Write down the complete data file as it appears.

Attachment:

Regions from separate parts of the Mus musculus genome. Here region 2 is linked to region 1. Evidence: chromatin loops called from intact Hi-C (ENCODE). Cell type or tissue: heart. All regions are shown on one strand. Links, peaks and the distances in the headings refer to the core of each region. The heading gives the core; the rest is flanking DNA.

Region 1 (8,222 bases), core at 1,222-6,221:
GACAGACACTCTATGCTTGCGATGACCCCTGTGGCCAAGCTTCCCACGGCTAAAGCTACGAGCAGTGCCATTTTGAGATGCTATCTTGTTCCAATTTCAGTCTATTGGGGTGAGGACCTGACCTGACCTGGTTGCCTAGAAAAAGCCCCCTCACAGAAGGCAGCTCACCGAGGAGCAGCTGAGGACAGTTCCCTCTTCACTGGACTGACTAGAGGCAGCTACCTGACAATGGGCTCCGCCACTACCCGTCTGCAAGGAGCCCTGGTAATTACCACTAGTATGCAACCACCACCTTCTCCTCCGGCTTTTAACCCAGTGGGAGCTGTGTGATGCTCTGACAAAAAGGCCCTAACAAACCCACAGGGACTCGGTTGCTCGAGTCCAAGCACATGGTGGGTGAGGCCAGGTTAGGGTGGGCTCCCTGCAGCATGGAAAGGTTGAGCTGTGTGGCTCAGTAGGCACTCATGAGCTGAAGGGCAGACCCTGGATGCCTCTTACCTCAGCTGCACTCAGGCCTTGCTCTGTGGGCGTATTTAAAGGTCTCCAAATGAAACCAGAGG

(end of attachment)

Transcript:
Regions from separate parts of the Mus musculus genome. Here region 2 is linked to region 1. Evidence: chromatin loops called from intact Hi-C (ENCODE). Cell type or tissue: heart. All regions are shown on one strand. Links, peaks and the distances in the headings refer to the core of each region. The heading gives the core; the rest is flanking DNA.

Region 1 (8,222 bases), core at 1,222-6,221:
GACAGACACTCTATGCTTGCGATGACCCCTGTGGCCAAGCTTCCCACGGCTAAAGCTACGAGCAGTGCCATTTTGAGATGCTATCTTGTTCCAATTTCAGTCTATTGGGGTGAGGACCTGACCTGACCTGGTTGCCTAGAAAAAGCCCCCTCACAGAAGGCAGCTCACCGAGGAGCAGCTGAGGACAGTTCCCTCTTCACTGGACTGACTAGAGGCAGCTACCTGACAATGGGCTCCGCCACTACCCGTCTGCAAGGAGCCCTGGTAATTACCACTAGTATGCAACCACCACCTTCTCCTCCGGCTTTTAACCCAGTGGGAGCTGTGTGATGCTCTGACAAAAAGGCCCTAACAAACCCACAGGGACTCGGTTGCTCGAGTCCAAGCACATGGTGGGTGAGGCCAGGTTAGGGTGGGCTCCCTGCAGCATGGAAAGGTTGAGCTGTGTGGCTCAGTAGGCACTCATGAGCTGAAGGGCAGACCCTGGATGCCTCTTACCTCAGCTGCACTCAGGCCTTGCTCTGTGGGCGTATTTAAAGGTCTCCAAATGAAACCAGAGG